The Over-Irradiation Metabolite Derivative, 24-Hydroxylumister-ol3, Reduces UV-Induced Damage in Skin

Warusavithana Gunawardena Manori De Silva, Bianca Yuko McCarthy, Jeremy Han, Chen Yang, Andrew J.A. Holland, Harvey Stern, Katie Marie Dixon, Edith Kai Yan Tang, Robert Charles Tuckey, Mark Stephen Rybchyn, Rebecca Sara Mason

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The hormonal form of vitamin D3, 1,25(OH)2D3, reduces UV-induced DNA damage. UV exposure initiates pre-vitamin D3 production in the skin, and continued UV exposure photoisomerizes pre-vitamin D3 to produce “over-irradiation products” such as lumisterol3 (L3). Cytochrome P450 side-chain cleavage enzyme (CYP11A1) in skin catalyzes the conversion of L3 to produce three main derivatives: 24-hydroxy-L3 [24(OH)L3], 22-hydroxy-L3 [22(OH)L3], and 20,22-dihydroxy-L3 [20,22(OH)L3]. The current study investigated the photoprotective properties of the major over-irradiation metabolite, 24(OH)L3, in human primary keratinocytes and human skin explants. The results indicated that treatment immediately after UV with either 24(OH)L3 or 1,25(OH)2D3 reduced UV-induced cyclobutane pyrimidine dimers and oxidative DNA damage, with similar concentration response curves in keratinocytes, although in skin explants, 1,25(OH)2D3 was more potent. The reductions in DNA damage by both compounds were, at least in part, the result of increased DNA repair through increased energy availability via increased glycolysis, as well as increased DNA damage recognition proteins in the nucleotide excision repair pathway. Reductions in UV-induced DNA photolesions by either compound occurred in the presence of lower reactive oxygen species. The results indicated that under in vitro and ex vivo conditions, 24(OH)L3 provided photoprotection against UV damage similar to that of 1,25(OH)2D3. © 2023 by the authors.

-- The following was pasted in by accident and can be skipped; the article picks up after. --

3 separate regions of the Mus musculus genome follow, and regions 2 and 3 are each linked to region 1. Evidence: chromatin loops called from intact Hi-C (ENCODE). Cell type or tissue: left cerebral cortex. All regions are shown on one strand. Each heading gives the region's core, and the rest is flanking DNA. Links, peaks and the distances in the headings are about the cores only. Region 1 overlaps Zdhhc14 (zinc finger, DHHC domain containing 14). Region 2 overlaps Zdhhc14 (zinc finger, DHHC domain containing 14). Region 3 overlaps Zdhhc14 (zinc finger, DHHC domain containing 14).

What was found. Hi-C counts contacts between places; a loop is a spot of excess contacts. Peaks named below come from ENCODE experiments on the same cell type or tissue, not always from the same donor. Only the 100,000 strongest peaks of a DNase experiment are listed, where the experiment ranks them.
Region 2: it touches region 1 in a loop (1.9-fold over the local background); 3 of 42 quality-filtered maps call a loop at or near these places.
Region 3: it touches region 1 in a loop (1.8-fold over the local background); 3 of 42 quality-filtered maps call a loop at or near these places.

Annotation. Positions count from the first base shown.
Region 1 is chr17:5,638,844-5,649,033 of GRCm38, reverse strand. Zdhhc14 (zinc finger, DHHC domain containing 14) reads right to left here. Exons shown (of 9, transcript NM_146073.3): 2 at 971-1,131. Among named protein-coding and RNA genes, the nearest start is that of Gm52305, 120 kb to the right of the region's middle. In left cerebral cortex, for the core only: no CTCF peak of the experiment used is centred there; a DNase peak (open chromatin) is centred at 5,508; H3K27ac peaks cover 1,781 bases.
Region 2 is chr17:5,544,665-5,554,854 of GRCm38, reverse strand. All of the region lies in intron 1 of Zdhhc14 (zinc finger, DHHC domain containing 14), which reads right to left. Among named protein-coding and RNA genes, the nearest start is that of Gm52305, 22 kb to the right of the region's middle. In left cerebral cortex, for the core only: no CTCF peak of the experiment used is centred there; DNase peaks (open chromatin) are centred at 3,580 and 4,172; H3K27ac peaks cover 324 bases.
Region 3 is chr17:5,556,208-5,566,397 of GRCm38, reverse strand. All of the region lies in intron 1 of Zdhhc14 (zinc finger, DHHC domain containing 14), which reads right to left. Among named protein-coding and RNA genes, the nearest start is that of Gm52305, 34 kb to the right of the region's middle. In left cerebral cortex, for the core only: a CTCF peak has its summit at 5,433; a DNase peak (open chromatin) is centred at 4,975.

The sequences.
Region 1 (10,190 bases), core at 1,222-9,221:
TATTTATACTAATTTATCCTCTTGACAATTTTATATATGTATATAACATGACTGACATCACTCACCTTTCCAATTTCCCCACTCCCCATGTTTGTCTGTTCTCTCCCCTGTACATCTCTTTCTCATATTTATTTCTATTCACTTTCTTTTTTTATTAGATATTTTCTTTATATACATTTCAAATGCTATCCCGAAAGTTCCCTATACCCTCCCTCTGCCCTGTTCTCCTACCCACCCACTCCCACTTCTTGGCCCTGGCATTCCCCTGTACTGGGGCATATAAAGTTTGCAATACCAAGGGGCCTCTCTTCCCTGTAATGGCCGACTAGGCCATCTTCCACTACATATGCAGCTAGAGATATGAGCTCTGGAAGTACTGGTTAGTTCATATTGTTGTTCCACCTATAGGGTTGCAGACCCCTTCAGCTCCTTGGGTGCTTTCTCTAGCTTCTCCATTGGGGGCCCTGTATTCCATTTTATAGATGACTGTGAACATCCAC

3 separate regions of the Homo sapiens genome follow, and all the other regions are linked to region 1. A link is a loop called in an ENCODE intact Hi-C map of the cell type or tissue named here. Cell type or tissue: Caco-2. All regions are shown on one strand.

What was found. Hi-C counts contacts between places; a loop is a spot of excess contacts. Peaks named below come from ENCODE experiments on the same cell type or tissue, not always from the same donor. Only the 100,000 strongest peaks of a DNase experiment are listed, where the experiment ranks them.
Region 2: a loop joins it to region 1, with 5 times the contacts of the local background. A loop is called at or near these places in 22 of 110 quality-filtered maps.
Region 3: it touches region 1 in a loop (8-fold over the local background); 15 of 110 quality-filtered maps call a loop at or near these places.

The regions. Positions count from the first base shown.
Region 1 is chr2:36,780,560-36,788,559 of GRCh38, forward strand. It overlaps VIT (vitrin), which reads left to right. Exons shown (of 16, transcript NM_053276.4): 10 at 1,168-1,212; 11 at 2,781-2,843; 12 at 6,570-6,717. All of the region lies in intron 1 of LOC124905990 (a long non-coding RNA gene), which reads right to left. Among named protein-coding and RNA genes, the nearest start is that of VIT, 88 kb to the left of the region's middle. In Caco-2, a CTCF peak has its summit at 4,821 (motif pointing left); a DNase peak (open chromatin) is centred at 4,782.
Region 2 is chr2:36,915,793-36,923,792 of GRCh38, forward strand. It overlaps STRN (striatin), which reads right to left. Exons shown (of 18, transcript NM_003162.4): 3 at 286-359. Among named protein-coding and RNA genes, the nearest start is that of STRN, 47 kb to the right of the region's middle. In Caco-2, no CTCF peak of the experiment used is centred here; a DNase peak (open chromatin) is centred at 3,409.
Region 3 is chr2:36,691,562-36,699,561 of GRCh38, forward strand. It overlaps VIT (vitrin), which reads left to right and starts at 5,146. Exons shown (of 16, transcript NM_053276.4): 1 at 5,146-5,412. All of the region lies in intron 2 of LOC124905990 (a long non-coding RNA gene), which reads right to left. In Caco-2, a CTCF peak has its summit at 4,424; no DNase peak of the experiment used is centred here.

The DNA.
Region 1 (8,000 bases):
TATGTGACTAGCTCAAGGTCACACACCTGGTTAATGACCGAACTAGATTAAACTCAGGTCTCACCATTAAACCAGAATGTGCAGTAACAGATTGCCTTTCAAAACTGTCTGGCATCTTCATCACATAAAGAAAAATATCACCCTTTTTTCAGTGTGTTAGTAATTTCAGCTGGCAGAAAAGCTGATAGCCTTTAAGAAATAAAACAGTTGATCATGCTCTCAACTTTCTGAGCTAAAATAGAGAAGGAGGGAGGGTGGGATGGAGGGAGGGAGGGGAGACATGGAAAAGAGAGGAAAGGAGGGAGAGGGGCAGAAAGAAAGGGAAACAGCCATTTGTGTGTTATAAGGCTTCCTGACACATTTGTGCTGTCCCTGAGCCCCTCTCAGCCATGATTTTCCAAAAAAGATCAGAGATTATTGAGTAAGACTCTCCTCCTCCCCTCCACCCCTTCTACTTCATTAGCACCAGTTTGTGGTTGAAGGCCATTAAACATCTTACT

Original languageEnglish
Article number775
Number of pages25
Issue number7
Publication statusPublished - 21 Jul 2023

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